Creating a valuable email marketing list with confirmed opt-in process


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The opt-in decision is one that divides many email marketers, and it’s something you may not even be aware of if you’re just starting out in business or taking part in your very first email marketing campaign. Single opt-in and double opt-in are two ways in which a user can sign up to receive emails from your company or organisation. It’s how they give their permission to be added to your email marketing list and receive communication from you in the form of updates, newsletters, promotions and such like.

There are merits and downsides to single opt-in and double opt-in, so it’s worth taking a bit of time to familiarise yourself with these sign-up techniques before sending out marketing emails and building your targeted customer list. Whilst single opt-in is simple and straightforward, double opt-in is more likely to result in an engaged and more lucrative customer base. In the long run, the latter is what you’re aiming for.

Difference between single opt-in and double opt-in

Single op-in is a one-step process. Double opt-in (also referred to as ‘confirmed opt-in) is a two step process.

To sign up to receive emails using the single opt-in technique, users simply enter their email address and click ‘submit’. Their details are then added to your email marketing list. That’s it. No confirmation is required. Your new subscribers will automatically start receiving your emails whenever you send them to the addresses included on your mailing list.

If you choose the double opt-in technique, users have to confirm their subscription to your mailing list. Once they have provided you with an email address, they will receive an automatically generated email asking them to confirm the email address and subscription to your mailing list. They will do this by clicking a verification link within the email. You may have come across this sign-up technique if you’ve ever signed a government petition, but many private businesses also use this process.

Advantages of single opt-in

It’s a quick and easy sign-up process for the user.
The quickest way for you to build your email marketing list.
No risk of the users forgetting to confirm their email address, as is often the case with double opt-in.
No risk of a confirmation email being sent to the user’s spam folder and never being opened.
Less technical resources needed to implement a single opt-in system.
No contact leakage – i.e. users failing to confirm their subscription.

Disadvantages of single opt-in

Higher risk of a low-quality, unengaged contact list.
More time spent on list maintenance.
Greater chance of spam complaints.
Greater risk of low deliverability.
Danger of malicious subscription – i.e. competitors could attempt to damage your database by flooding it with bad emails.
Danger of non-consenting subscribers being added by other people.
Higher risk of damaging your sender reputation if your list contains a large quantity of bad addresses – i.e. incorrect addresses that bounce, or recipients marking your emails as spam because someone else signed them up without their consent.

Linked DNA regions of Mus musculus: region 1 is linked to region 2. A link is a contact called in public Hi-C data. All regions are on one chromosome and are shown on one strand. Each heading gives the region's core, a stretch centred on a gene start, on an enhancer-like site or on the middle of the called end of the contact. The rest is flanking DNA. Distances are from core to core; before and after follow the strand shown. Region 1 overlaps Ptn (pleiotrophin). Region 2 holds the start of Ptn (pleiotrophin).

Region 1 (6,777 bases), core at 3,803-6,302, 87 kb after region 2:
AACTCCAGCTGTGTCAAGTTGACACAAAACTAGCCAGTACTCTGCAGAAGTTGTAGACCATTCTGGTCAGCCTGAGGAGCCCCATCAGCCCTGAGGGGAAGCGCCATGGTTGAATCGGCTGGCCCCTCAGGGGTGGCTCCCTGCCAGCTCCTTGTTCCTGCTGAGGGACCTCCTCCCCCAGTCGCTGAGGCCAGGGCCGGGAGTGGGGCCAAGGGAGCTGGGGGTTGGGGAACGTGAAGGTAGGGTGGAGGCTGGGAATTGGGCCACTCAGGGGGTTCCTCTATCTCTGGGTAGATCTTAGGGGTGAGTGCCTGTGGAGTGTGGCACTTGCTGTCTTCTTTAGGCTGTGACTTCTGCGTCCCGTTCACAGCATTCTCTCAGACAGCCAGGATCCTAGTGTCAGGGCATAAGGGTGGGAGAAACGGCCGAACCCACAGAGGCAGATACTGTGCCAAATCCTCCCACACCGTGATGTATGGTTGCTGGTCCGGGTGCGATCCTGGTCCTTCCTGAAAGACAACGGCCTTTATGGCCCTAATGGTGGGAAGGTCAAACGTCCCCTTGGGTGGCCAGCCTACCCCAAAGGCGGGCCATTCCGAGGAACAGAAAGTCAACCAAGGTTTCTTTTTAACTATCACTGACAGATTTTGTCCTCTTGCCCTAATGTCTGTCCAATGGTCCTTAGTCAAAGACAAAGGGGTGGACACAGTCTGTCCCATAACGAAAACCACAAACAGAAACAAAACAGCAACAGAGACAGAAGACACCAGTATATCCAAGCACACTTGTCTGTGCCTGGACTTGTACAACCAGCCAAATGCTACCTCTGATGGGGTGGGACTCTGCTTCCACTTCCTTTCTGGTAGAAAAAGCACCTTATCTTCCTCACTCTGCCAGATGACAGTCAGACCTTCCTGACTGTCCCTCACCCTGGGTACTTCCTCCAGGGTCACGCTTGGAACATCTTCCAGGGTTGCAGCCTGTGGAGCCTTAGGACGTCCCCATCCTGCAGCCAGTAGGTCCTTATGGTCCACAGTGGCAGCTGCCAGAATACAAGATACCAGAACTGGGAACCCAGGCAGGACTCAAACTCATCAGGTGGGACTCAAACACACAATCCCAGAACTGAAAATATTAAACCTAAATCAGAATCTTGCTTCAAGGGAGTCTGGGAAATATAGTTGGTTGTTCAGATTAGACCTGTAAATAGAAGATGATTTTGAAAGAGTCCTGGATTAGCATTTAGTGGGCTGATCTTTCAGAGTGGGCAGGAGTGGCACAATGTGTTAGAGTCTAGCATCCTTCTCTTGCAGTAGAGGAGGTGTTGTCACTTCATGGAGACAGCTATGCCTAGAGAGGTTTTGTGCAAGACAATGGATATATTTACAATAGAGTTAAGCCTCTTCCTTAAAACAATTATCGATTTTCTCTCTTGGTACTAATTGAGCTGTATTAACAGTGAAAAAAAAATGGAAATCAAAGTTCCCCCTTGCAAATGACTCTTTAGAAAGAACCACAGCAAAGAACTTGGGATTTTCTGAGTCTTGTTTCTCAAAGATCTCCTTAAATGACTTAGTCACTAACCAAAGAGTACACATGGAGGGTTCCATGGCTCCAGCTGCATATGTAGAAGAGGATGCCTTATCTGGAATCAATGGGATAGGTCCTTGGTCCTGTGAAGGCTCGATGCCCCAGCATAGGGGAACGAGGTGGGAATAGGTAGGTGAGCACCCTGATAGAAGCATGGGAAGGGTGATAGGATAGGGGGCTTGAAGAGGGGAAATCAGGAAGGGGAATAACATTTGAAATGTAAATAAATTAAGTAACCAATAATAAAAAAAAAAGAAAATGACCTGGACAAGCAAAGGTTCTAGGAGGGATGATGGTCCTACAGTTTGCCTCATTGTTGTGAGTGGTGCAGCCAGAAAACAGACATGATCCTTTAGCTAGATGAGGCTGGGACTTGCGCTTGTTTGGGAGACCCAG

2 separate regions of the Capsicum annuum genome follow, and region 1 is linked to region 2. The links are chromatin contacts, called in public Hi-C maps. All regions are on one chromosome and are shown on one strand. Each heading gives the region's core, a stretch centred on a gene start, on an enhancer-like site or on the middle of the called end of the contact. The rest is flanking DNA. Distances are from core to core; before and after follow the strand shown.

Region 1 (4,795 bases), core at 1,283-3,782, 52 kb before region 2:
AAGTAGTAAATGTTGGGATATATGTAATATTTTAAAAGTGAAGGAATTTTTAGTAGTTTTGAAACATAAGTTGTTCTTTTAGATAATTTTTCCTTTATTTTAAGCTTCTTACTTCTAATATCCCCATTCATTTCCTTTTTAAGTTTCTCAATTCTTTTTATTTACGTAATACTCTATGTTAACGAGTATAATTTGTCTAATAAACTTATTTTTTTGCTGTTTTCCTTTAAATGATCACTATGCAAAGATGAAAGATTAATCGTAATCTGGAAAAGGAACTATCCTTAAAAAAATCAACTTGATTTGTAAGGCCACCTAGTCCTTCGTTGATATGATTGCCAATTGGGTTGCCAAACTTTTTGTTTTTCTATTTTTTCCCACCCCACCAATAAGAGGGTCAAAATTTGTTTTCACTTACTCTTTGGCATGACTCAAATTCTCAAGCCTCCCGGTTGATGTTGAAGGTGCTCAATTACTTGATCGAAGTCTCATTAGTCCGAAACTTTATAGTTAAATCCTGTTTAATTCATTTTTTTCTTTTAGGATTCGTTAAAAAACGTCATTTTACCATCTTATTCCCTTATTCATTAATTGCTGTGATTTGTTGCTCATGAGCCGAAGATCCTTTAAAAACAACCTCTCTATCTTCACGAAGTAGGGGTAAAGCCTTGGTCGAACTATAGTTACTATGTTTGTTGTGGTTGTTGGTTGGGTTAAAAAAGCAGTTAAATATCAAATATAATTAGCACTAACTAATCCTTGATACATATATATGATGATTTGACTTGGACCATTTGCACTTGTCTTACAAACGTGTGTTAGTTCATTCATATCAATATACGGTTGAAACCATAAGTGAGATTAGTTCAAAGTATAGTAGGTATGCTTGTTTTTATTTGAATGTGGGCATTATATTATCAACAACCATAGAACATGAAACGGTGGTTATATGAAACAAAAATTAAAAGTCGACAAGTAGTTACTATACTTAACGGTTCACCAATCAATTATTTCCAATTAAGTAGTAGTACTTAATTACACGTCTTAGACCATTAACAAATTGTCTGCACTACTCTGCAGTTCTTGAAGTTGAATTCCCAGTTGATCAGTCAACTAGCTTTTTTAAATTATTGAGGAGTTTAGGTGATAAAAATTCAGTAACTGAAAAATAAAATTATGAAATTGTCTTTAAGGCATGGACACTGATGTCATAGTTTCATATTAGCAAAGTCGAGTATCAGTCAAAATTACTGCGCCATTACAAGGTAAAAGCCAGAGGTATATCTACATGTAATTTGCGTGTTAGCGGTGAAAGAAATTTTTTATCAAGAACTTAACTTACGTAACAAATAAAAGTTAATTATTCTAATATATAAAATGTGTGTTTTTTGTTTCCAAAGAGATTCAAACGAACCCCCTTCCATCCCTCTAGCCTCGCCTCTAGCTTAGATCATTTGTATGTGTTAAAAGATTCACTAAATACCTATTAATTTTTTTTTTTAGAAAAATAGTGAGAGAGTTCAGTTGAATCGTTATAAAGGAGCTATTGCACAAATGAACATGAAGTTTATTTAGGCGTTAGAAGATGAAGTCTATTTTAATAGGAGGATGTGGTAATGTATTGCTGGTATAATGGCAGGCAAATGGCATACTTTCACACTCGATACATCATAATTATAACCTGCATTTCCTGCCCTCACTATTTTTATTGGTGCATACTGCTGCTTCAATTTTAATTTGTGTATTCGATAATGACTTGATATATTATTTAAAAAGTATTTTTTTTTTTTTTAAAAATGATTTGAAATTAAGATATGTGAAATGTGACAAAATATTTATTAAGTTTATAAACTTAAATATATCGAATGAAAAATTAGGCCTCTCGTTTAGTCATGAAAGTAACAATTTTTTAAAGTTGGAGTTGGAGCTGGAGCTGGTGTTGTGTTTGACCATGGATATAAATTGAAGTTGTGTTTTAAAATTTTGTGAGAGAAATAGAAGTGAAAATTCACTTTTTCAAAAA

Advantages of double opt-in

Results in lower bounce rates.
Removes the risk of incorrect emails addresses being added to your mailing list.
Eliminates the risk of individuals being subscribed to a mailing without their knowledge.
More chance of building a high-quality ‘clean’ database of responsive users who open your emails and engage with your business. This is simply because they have displayed these qualities by confirming their subscription in the first place.
Presents the perfect opportunity to immediately engage with new subscribers.

Disadvantages of double opt-in

Takes longer to build a marketing database
Confirmation emails could be lost in the user’s junk or spam folder.
Potential for contact leakage caused by users not confirming their email address – they may ignore the confirmation email, forget to open it to complete the sign-up process, or not realise this additional step is required.
Additional technical resources needed to implement a double opt-in system.

Which one should you choose?

If this was a simple decision, there wouldn’t be so much intense debates and differing opinions about these opt-in techniques. Every marketer has their own preference, so it’s ultimately up to you to do what’s right for your new company. Personally, I firmly believe that the double opt-in process produces better results in the long run and builds a stronger relationship between the user and business.

Double opt-in is about quality and commitment, not quantity and quick returns. It demonstrates the integrity of your business, confirms user consent and will increase your chances of better engagement. If people are unwilling to spend an extra 10 seconds confirming an email address, they’re not the type of high-quality contacts you need for your list.

Of course, double opt-in does mean that a certain number of emails may not be confirmed if they end up in the spam folder, but it’s better to slowly build a valuable, good-quality database than to quickly collate a huge contact list of unengaged users and bad email addresses – what use is that? Always think of the big picture and long-term gains.

Rachel Craig
Rachel Craig is Head of Content for Rapid Formations Limited, the UK's #1 company formation group. An expert in her field, Rachel provides in-depth guidance and advice on UK company registration, corporate compliance and workplace productivity.


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